NEWS27 July 2009

White House seeks to lift cookie ban for federal websites

Data analytics North America

US— White House officials are looking to overturn a nine-year ban on the use of cookies on federal government websites.

The Office of Management and Budget (OMB), part of the Executive Office of the President, is inviting public comment on proposals to lift the restrictions and allow the use of technologies to track visitors over single and multiple sessions for web analytics purposes, and to remember users’ data, settings and preferences.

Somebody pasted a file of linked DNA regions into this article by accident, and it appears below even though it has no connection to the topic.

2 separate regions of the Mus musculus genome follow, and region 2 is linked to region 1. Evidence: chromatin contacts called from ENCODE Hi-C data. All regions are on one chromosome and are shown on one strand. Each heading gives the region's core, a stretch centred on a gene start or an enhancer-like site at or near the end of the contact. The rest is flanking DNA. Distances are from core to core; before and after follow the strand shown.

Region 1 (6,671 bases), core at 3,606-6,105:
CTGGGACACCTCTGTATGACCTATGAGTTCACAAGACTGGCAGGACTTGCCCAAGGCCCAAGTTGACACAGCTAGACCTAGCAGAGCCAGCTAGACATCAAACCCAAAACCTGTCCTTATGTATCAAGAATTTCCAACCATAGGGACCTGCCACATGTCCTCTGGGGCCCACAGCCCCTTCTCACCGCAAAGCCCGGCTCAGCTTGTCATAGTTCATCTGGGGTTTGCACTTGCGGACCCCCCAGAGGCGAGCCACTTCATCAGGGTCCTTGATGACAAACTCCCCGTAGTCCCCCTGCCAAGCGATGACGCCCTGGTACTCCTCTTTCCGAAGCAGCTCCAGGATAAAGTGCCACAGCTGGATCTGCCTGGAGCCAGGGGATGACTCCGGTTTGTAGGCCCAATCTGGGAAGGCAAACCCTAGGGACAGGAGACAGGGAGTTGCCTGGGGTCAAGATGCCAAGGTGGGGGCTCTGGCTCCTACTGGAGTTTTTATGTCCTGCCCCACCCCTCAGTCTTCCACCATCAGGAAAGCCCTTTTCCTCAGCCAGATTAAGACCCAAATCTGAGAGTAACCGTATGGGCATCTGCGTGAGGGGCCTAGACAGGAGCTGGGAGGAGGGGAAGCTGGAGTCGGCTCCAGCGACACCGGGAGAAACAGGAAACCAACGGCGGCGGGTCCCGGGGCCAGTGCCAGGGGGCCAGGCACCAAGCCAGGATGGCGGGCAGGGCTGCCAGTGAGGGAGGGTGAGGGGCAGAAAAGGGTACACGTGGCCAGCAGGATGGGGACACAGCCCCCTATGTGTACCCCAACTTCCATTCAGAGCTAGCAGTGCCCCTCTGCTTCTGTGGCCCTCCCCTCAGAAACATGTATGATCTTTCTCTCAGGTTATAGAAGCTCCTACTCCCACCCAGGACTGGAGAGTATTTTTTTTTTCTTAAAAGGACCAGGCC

In a blog post, federal chief information officer Vivek Kundra and OMB associate administrator Michael Fitzpatrick said: “The goal of this review is to develop a new policy that allows the federal government to continue to protect the privacy of people who visit federal websites while, at the same time, making these websites more user-friendly, providing better customer service, and allowing for enhanced web analytics.”

Federal websites were prohibited in June 2000 from using certain web-tracking technologies, primarily persistent cookies, due to privacy concerns. However cookies have since become “a staple of most commercial websites with widespread public acceptance of their use”, say Kundra and Fitzpatrick.

@RESEARCH LIVE

1 Comment

11 years ago

Keep government ban on Federal Agencies depositing cookies on our computers.

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